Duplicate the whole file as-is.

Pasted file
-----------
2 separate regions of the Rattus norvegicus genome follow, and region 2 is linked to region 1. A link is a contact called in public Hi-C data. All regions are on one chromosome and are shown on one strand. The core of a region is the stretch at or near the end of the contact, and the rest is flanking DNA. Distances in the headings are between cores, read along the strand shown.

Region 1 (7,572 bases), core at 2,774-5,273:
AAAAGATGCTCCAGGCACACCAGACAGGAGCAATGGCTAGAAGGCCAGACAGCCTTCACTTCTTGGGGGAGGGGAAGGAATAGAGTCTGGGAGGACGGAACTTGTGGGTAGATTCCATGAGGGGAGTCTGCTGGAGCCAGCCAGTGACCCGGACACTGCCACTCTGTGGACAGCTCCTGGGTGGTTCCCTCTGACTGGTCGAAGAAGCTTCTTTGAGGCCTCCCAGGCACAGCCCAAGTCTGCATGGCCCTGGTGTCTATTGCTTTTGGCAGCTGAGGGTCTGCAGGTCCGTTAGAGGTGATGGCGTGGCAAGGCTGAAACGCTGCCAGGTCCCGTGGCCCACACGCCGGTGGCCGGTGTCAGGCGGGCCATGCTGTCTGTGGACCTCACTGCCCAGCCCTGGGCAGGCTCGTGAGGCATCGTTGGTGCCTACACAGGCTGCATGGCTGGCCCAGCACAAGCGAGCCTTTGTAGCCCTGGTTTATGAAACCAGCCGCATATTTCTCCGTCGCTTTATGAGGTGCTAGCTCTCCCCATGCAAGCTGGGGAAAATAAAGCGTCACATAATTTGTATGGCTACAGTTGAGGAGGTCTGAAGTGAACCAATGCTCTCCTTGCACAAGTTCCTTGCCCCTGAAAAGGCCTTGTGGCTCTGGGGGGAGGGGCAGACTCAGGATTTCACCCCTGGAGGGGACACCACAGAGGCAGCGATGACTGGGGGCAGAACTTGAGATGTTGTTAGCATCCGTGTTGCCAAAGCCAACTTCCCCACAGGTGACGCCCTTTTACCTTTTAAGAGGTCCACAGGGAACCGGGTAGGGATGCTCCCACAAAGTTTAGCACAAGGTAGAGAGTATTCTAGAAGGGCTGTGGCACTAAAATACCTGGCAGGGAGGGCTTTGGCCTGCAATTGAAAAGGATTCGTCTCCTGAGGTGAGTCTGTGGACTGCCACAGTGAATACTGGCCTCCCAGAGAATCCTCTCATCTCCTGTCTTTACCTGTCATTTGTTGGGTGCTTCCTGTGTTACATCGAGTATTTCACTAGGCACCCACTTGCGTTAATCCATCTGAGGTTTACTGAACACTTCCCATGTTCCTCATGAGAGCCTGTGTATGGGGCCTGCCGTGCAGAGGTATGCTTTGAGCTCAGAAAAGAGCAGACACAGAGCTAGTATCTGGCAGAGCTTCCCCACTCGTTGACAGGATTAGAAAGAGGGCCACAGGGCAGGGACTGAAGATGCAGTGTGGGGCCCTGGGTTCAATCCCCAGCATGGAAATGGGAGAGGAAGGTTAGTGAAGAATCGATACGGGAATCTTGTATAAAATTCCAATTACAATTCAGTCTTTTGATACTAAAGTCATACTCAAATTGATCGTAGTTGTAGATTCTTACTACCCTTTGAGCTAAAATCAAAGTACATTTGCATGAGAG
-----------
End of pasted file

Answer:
2 separate regions of the Rattus norvegicus genome follow, and region 2 is linked to region 1. A link is a contact called in public Hi-C data. All regions are on one chromosome and are shown on one strand. The core of a region is the stretch at or near the end of the contact, and the rest is flanking DNA. Distances in the headings are between cores, read along the strand shown.

Region 1 (7,572 bases), core at 2,774-5,273:
AAAAGATGCTCCAGGCACACCAGACAGGAGCAATGGCTAGAAGGCCAGACAGCCTTCACTTCTTGGGGGAGGGGAAGGAATAGAGTCTGGGAGGACGGAACTTGTGGGTAGATTCCATGAGGGGAGTCTGCTGGAGCCAGCCAGTGACCCGGACACTGCCACTCTGTGGACAGCTCCTGGGTGGTTCCCTCTGACTGGTCGAAGAAGCTTCTTTGAGGCCTCCCAGGCACAGCCCAAGTCTGCATGGCCCTGGTGTCTATTGCTTTTGGCAGCTGAGGGTCTGCAGGTCCGTTAGAGGTGATGGCGTGGCAAGGCTGAAACGCTGCCAGGTCCCGTGGCCCACACGCCGGTGGCCGGTGTCAGGCGGGCCATGCTGTCTGTGGACCTCACTGCCCAGCCCTGGGCAGGCTCGTGAGGCATCGTTGGTGCCTACACAGGCTGCATGGCTGGCCCAGCACAAGCGAGCCTTTGTAGCCCTGGTTTATGAAACCAGCCGCATATTTCTCCGTCGCTTTATGAGGTGCTAGCTCTCCCCATGCAAGCTGGGGAAAATAAAGCGTCACATAATTTGTATGGCTACAGTTGAGGAGGTCTGAAGTGAACCAATGCTCTCCTTGCACAAGTTCCTTGCCCCTGAAAAGGCCTTGTGGCTCTGGGGGGAGGGGCAGACTCAGGATTTCACCCCTGGAGGGGACACCACAGAGGCAGCGATGACTGGGGGCAGAACTTGAGATGTTGTTAGCATCCGTGTTGCCAAAGCCAACTTCCCCACAGGTGACGCCCTTTTACCTTTTAAGAGGTCCACAGGGAACCGGGTAGGGATGCTCCCACAAAGTTTAGCACAAGGTAGAGAGTATTCTAGAAGGGCTGTGGCACTAAAATACCTGGCAGGGAGGGCTTTGGCCTGCAATTGAAAAGGATTCGTCTCCTGAGGTGAGTCTGTGGACTGCCACAGTGAATACTGGCCTCCCAGAGAATCCTCTCATCTCCTGTCTTTACCTGTCATTTGTTGGGTGCTTCCTGTGTTACATCGAGTATTTCACTAGGCACCCACTTGCGTTAATCCATCTGAGGTTTACTGAACACTTCCCATGTTCCTCATGAGAGCCTGTGTATGGGGCCTGCCGTGCAGAGGTATGCTTTGAGCTCAGAAAAGAGCAGACACAGAGCTAGTATCTGGCAGAGCTTCCCCACTCGTTGACAGGATTAGAAAGAGGGCCACAGGGCAGGGACTGAAGATGCAGTGTGGGGCCCTGGGTTCAATCCCCAGCATGGAAATGGGAGAGGAAGGTTAGTGAAGAATCGATACGGGAATCTTGTATAAAATTCCAATTACAATTCAGTCTTTTGATACTAAAGTCATACTCAAATTGATCGTAGTTGTAGATTCTTACTACCCTTTGAGCTAAAATCAAAGTACATTTGCATGAGAG